Smell: The aroma is almost all clove and yeast. It reminds me a lot of Schneider-Weisse. I'm not a big fan of Hefes that are banana bombs, which is why I prefer WLP 380 to WLP 300 yeast. However, my local homebrew store only had 300, so in an effort to avoid too much banana character, I fermented at 62°F and I think that might have been overkill. Next time I brew a Hefe with 300, I'm thinking of fermenting at 64°F instead of 62°F.

Taste: A slightly tart yeast bite (again, like Schneider-Weisse) balances the wheaty, sweet malt flavor up front. As the beer sits in your mouth, the yeastiness dissipates but a slight citrusy note comes forward. The clove-like phenols are evident in the finish, along with just a hint of hop bitterness.

Mouthfeel: Hefes are tough when it comes to mouthfeel. On one hand, you like to have a full malt profile, but you don't want it to be thick or too filling. This one seems a bit thin, but at the same time that leaves it quite drinkable (a good think during the summer, even if it hasn't felt like summer in Chicago so far this year). Due to a siphoning issue that you can read about here, I was a little low with my mash temp. I'm thinking if I hit the mash temp next time I should be good, but it's pretty nice as is.

Overall: This beer scared me after a week in the primary (it had a distinct sulfur bite) but it's mellowed out nicely. I don't think I'll tweak much with this next time, as it really hits the spot as a refreshing summer beer. I might up the fermentation temp a hair and watch my mash temp, but I like the 50-50 wheat/barley malt bill and the subdued hops.

Friday, July 17, 2009

FotoFriday #6

The sign outside of the Goose Island-Clybourn brewpub in Chicago, as seen through a skylight in the pub.

Sunday, July 12, 2009

Der Stammtisch lebt!

For those of you who want to improve your German skills while talking (or, technically, writing) about beer, join us at der Stammtisch ("the regulars' table") which is hosted over at realbeer.com. This week's Stammtisch can be found by following this link. Oh, and if your German is as bad as mine, I recommend Babelfish and dict.cc. Tschüß!

Saturday, July 11, 2009

Trib wine critics review . . . Gatorade?

So this is somewhat off-topic, but too funny not to share. A while back this Onion article in which a "potato chip connoisseur" describes the flavor of Sour Cream & Onion Lays as "robust without overpowering the fragile potato" made the rounds and everybody had a good laugh. Even the most hardcore beer reviewer has to step back and laugh at him/herself every once in a while, right? Well, this might be even funnier because it's real. Behold, from today's ChicagoTribune.com:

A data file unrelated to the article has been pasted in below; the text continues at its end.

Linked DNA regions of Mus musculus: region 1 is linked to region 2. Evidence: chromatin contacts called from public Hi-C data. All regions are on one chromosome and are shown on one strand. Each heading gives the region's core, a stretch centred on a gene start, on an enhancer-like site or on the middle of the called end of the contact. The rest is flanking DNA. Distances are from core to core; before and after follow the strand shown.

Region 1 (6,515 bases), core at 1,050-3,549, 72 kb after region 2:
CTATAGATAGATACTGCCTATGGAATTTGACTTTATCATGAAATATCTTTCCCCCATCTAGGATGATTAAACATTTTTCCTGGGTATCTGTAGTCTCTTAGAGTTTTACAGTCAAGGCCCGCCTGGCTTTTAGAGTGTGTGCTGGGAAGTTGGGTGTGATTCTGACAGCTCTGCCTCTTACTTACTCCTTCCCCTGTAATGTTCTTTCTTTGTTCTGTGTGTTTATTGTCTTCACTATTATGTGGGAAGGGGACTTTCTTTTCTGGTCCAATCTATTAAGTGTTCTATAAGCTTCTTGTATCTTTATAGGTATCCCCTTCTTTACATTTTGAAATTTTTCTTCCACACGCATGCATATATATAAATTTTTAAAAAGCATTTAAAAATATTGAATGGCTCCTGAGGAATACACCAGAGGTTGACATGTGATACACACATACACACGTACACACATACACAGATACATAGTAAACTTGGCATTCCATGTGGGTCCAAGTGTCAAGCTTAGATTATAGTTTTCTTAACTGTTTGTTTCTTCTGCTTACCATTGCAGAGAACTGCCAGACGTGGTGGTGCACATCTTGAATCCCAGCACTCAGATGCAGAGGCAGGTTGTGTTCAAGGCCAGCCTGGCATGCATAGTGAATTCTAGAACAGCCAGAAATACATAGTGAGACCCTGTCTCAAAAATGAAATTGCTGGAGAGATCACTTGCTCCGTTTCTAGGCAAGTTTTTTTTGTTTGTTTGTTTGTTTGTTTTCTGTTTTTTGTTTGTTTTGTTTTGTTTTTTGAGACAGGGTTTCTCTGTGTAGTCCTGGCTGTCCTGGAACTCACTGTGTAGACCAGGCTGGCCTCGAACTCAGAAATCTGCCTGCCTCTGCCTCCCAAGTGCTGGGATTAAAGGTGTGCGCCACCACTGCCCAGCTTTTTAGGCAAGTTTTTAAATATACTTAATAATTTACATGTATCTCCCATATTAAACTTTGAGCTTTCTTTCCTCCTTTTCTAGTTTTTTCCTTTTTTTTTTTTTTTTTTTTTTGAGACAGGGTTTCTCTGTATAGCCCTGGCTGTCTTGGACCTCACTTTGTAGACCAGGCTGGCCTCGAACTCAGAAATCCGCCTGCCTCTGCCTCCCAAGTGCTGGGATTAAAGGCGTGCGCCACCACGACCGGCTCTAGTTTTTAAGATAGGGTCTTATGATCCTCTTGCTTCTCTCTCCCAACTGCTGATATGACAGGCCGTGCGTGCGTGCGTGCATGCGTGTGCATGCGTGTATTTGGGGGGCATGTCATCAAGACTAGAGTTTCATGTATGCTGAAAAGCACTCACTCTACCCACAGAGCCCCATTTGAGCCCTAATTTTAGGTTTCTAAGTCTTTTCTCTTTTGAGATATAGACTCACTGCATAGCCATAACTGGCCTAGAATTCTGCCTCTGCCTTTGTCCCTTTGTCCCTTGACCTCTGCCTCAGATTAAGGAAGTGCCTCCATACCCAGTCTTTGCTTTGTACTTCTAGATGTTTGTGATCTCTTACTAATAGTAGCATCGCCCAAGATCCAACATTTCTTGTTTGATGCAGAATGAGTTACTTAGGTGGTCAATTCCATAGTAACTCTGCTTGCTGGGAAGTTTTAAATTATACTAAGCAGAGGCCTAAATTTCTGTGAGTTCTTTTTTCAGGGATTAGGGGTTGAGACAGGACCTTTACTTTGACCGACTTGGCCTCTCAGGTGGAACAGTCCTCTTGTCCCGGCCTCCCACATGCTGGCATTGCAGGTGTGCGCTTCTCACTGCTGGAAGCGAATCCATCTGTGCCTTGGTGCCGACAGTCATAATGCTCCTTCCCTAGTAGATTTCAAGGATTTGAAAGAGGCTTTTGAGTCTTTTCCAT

Michael Jordan's Hall of Fame flavors lack distinction
Critics pan new sports drinks released in his honor

Gatorade, one of Jordan's longest partnerships, is releasing a Limited Edition Jordan Series to honor his September induction into the Naismith Basketball Hall of Fame.

There are three new flavors, each representing a phase of his career, and each comes in two different labels. Sports drinks are certainly not meant for sipping but, nonetheless, we asked our wine critic Bill Daley and his wine tasters to temper their palates and rate the taste, the color, the aroma -- and the aura -- using the same criteria they use with finer vintages.

Then: Championship blue (berry cherry blend)

Two labels mark his early rise to stardom, including high school basketball in Wilmington, N.C., where he was cut from the varsity team as a sophomore, and his heroics at North Carolina.

Review: Bright Scope peppermint blue color. Smells like Hawaiian Punch's Fruit Juicy Red drink with lots of ripe berry scent and a slight citrus spritz. But taste is thin, like over-watered Kool-Aid. Potassium is noticeable but not overwhelming. Short, tart finish. Serve with protein bars, vanilla ice cream, Skittles.

Now: Championship gold (citrus orange blend)

Gatorade says these labels "shine a spotlight on Jordan's business acumen." One represents him as part owner of the Charlotte Bobcats. The other plugs his company Michael Jordan Motorsports.

Review: A golden color only an urologist could love; more opaque than the other. Smells like Tang on a bender or melted orange Life Savers. Tastes harsh, chemical-like. It's citrus without the sweetness, like chewable vitamin C. Serve with pretzels, popcorn, Waldorf salad.

Forever: Championship Red (berry blend)

This flavor highlights his "enduring legacy." One shows his career highlights. The other focuses on Game 5 of the 1997 Finals, where he overcame the flu to score 38 points "all while drinking Gatorade on the sidelines," the company says.

Review: Strawberry colored and strawberry scented and, more or less, strawberry flavored. Think Jell-O before the chill sets in. Serve with sliced bananas, strawberry pie, grilled pineapple, potato chips.